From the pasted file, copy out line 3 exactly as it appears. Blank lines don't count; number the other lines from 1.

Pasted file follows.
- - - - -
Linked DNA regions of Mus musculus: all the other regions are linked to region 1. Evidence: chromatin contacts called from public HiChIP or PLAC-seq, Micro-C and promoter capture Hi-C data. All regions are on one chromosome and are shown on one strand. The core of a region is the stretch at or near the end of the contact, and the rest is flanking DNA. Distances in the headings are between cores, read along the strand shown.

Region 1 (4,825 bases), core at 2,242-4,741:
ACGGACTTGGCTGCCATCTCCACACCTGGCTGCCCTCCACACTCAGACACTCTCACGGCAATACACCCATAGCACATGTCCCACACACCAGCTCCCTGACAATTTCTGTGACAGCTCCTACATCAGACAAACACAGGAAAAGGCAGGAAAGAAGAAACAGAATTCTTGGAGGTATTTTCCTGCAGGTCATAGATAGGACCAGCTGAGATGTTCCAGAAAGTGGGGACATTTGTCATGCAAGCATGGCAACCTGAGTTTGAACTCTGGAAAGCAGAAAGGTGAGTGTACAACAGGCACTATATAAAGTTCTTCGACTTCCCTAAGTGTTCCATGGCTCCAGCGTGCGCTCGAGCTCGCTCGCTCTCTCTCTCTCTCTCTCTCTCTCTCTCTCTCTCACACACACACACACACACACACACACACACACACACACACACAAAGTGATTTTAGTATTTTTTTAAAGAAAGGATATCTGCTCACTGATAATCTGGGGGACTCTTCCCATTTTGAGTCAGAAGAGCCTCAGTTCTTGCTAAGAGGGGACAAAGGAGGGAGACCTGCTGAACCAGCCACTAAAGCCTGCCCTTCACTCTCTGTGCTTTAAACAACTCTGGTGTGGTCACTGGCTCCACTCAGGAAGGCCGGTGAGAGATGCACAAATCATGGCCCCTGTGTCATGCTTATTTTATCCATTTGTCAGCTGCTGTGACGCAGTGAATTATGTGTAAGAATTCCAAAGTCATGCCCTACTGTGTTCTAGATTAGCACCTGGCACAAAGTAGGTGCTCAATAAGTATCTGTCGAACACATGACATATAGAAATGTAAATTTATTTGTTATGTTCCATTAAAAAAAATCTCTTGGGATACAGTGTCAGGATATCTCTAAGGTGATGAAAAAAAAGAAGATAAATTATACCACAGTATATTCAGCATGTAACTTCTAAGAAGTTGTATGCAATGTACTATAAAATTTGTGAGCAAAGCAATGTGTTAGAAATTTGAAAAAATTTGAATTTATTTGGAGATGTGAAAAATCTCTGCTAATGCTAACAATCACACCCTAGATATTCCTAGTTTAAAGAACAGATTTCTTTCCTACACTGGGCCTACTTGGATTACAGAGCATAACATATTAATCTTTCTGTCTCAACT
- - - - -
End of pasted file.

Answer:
ACGGACTTGGCTGCCATCTCCACACCTGGCTGCCCTCCACACTCAGACACTCTCACGGCAATACACCCATAGCACATGTCCCACACACCAGCTCCCTGACAATTTCTGTGACAGCTCCTACATCAGACAAACACAGGAAAAGGCAGGAAAGAAGAAACAGAATTCTTGGAGGTATTTTCCTGCAGGTCATAGATAGGACCAGCTGAGATGTTCCAGAAAGTGGGGACATTTGTCATGCAAGCATGGCAACCTGAGTTTGAACTCTGGAAAGCAGAAAGGTGAGTGTACAACAGGCACTATATAAAGTTCTTCGACTTCCCTAAGTGTTCCATGGCTCCAGCGTGCGCTCGAGCTCGCTCGCTCTCTCTCTCTCTCTCTCTCTCTCTCTCTCTCTCACACACACACACACACACACACACACACACACACACACACACAAAGTGATTTTAGTATTTTTTTAAAGAAAGGATATCTGCTCACTGATAATCTGGGGGACTCTTCCCATTTTGAGTCAGAAGAGCCTCAGTTCTTGCTAAGAGGGGACAAAGGAGGGAGACCTGCTGAACCAGCCACTAAAGCCTGCCCTTCACTCTCTGTGCTTTAAACAACTCTGGTGTGGTCACTGGCTCCACTCAGGAAGGCCGGTGAGAGATGCACAAATCATGGCCCCTGTGTCATGCTTATTTTATCCATTTGTCAGCTGCTGTGACGCAGTGAATTATGTGTAAGAATTCCAAAGTCATGCCCTACTGTGTTCTAGATTAGCACCTGGCACAAAGTAGGTGCTCAATAAGTATCTGTCGAACACATGACATATAGAAATGTAAATTTATTTGTTATGTTCCATTAAAAAAAATCTCTTGGGATACAGTGTCAGGATATCTCTAAGGTGATGAAAAAAAAGAAGATAAATTATACCACAGTATATTCAGCATGTAACTTCTAAGAAGTTGTATGCAATGTACTATAAAATTTGTGAGCAAAGCAATGTGTTAGAAATTTGAAAAAATTTGAATTTATTTGGAGATGTGAAAAATCTCTGCTAATGCTAACAATCACACCCTAGATATTCCTAGTTTAAAGAACAGATTTCTTTCCTACACTGGGCCTACTTGGATTACAGAGCATAACATATTAATCTTTCTGTCTCAACT